As National Disability Rights Awareness Month comes to a close, we review the topic of Universal Access, and how this affects South Africans in the workplace.

By Tendai Innocent Khumalo, Managing Director of Qunu Workforce, a division of Workforce Holdings Ltd

As National Disability Rights Awareness Month comes to a close, we review the topic of Universal Access, and how this affects South Africans in the workplace.

Universal Access (UA) or Universal Design refers to a spectrum of ideas and innovations aimed at producing buildings, products and environments that are inherently accessible to both people with and without disabilities.

But what does this mean for the South African workplace?

South African labour law stipulates that companies need to ensure that 2% of their workforce are persons with disabilities. But are South African companies prepared to accommodate people with disabilities together with employees comfortably?

Tendai Khumalo, Managing Director of Qunu Workforce, a division of Workforce Holdings, suggests the first step towards making a workspace universally accessible is our mindset. “Our intention counts more than our actions. How do we individually define disability and what is our reference point that contributes to that definition?” he asks.

Khumalo is a paraplegic. Once a rugby player standing almost six feet tall, a spinal biopsy resulted in a blood clot that damaged the nerves in his spine and left him paralysed. Ironically, this gave him his life’s purpose – to become a universal access ambassador.

Khumalo suggests asking tough questions in the workplace as this is step one towards raising awareness and beginning the process of change. This needs to be a deliberate and all-inclusive initiative as there is no common understanding and definition of disability.

“You have to include all stakeholders in these discussions as it is impossible to solve a problem without the collaboration of everyone involved,” he advises. “Think about Universal Access as ‘For us and with us’. There is often too much generalisation in the corporate world and a need for short term fixes which ultimately leads to frustration for both employer and employees. One must strike a balance between the individual needs of people with disabilities and the business drivers for corporates, with the answer lying in-between. This can only be achieved through raising awareness and learning from each other.”

Hiten Bawa, Universal Access consultant agreed with Khumalo’s belief that the first step in adapting a company to be universally accessible is for individuals to first adapt their attitudes towards disability. “Universal Access does not just involve disabled persons,” he explains. “UA is about making places accessible to everyone equally.”

“When I consult with a company on how to make their office space accessible, I first ask what the company hopes to achieve? And then ask them to picture how their employees, whether they are abled or disabled, navigate the exterior of their building, through the interior and to their individual work space. Are they free to access their work space independently and comfortably? Are they able to work unobstructed by any noise, visual or tactile obstacles? Are they able to quickly and efficiently evacuate the building in a worst-case scenario?”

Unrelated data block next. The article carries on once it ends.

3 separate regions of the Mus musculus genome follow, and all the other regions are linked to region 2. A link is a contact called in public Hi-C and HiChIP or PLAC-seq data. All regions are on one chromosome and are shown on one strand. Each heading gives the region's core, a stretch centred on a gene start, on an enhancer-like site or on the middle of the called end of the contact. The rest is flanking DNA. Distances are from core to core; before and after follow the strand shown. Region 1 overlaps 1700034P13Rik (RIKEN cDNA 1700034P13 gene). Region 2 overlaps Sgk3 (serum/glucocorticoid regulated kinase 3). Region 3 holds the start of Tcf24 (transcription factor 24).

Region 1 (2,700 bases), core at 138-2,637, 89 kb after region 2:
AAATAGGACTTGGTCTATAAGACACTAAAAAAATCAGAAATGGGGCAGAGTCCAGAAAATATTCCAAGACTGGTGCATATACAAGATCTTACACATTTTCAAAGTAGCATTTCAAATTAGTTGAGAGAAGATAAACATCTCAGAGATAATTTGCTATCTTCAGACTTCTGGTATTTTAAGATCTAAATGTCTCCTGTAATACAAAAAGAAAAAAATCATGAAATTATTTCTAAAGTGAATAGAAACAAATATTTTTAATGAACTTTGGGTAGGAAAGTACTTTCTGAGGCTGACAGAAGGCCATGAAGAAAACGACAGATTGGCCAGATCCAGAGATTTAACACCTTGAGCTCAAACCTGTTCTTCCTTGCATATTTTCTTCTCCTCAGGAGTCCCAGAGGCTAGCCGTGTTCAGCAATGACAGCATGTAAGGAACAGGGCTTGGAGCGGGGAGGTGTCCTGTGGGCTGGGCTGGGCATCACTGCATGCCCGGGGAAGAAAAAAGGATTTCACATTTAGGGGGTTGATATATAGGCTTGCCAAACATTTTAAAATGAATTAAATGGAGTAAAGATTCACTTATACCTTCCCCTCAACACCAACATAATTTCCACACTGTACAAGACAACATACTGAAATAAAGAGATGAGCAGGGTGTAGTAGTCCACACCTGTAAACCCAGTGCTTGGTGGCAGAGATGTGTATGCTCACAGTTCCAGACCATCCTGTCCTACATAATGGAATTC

Bawa mentions some of the, often overlooked, ways a company can make their workspace universally accessible.

“Something like moving a door handle lower down on a door is just one way you can ensure that all employees are able to open and close doors unassisted,” he says. “Or creating plug points higher up on a wall so that someone who is in a wheelchair wouldn’t have difficulty bending over to plug something in.”

“Many people take things for granted but little things can become big obstacles for some.”

He explains that correct signage is actually one of the most important aspects of Universal Access.

“It’s very important that employees and visitors to your workplace are able to find their way around the building easily. That means there has to be enough of the correct signage. You have to think about the letter height and the font on the signs, the colour contrast, is it easy to see? Does it provide enough information? Does it use international symbols? You should also provide signs in braille for sight-impaired people.”

Workplace Universal Access is focused on ensuring a comfortable working environment for all, where their work is not hindered by any external factors. For example, having the right acoustics in an office space so that background noise is absorbed rather than enhanced, or having appropriate lighting for specific activities, not just standard lighting.

One thing Bawa says is often overlooked by companies is a detailed and comprehensive evacuation plan for all employees.

“Apart from a fire alarm, there should also be strobe lighting as an emergency device, for the hearing impaired, as well as an evacuation chair in the fire escape staircase for employees who are in wheelchairs.”

While companies start to look at Universal Access or Design to ensure compliance with Health and Safety regulations, both Bawa and Khumalo believe that UA is more than just ticking a box.

“Companies need to think beyond compliance,” Khumalo says. “Universal Access is about equality for all. There are three aspects of Universal Accessibility: infrastructure, information, and communication & collaboration. I believe that it all starts with communication and collaboration. Honest conversations and a willingness to include everyone in all discussions will lead to effective adaptation.”


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